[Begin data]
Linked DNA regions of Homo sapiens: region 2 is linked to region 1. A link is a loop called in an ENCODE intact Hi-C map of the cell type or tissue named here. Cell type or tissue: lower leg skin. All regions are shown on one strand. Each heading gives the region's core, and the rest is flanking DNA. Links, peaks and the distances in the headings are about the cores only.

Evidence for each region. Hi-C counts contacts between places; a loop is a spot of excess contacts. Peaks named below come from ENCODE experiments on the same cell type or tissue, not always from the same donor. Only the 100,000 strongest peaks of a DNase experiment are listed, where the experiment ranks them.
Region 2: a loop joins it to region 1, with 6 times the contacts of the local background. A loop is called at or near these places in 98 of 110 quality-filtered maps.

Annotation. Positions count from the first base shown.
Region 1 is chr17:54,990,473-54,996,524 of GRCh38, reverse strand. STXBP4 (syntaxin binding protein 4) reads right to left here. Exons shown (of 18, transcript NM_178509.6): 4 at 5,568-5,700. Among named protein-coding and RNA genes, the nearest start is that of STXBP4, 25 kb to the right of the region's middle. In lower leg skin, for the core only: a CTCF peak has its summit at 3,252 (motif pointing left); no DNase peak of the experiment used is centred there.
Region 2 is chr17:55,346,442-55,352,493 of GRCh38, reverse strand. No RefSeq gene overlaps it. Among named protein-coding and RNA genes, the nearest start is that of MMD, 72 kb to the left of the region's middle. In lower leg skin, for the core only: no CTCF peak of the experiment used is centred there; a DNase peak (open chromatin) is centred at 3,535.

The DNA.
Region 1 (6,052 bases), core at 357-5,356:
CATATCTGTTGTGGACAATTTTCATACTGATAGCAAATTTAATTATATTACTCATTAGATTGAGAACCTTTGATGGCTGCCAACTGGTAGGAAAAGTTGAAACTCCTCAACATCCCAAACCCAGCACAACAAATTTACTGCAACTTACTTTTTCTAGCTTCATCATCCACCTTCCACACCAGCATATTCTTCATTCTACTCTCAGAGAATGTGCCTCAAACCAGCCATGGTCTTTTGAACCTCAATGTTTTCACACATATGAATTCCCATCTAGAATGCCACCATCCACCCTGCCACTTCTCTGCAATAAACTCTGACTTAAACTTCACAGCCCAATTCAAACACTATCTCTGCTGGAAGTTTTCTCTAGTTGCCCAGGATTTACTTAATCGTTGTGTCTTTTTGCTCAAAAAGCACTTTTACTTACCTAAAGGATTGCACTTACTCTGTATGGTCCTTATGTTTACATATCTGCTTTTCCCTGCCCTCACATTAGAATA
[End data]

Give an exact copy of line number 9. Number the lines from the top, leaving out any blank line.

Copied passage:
CATATCTGTTGTGGACAATTTTCATACTGATAGCAAATTTAATTATATTACTCATTAGATTGAGAACCTTTGATGGCTGCCAACTGGTAGGAAAAGTTGAAACTCCTCAACATCCCAAACCCAGCACAACAAATTTACTGCAACTTACTTTTTCTAGCTTCATCATCCACCTTCCACACCAGCATATTCTTCATTCTACTCTCAGAGAATGTGCCTCAAACCAGCCATGGTCTTTTGAACCTCAATGTTTTCACACATATGAATTCCCATCTAGAATGCCACCATCCACCCTGCCACTTCTCTGCAATAAACTCTGACTTAAACTTCACAGCCCAATTCAAACACTATCTCTGCTGGAAGTTTTCTCTAGTTGCCCAGGATTTACTTAATCGTTGTGTCTTTTTGCTCAAAAAGCACTTTTACTTACCTAAAGGATTGCACTTACTCTGTATGGTCCTTATGTTTACATATCTGCTTTTCCCTGCCCTCACATTAGAATA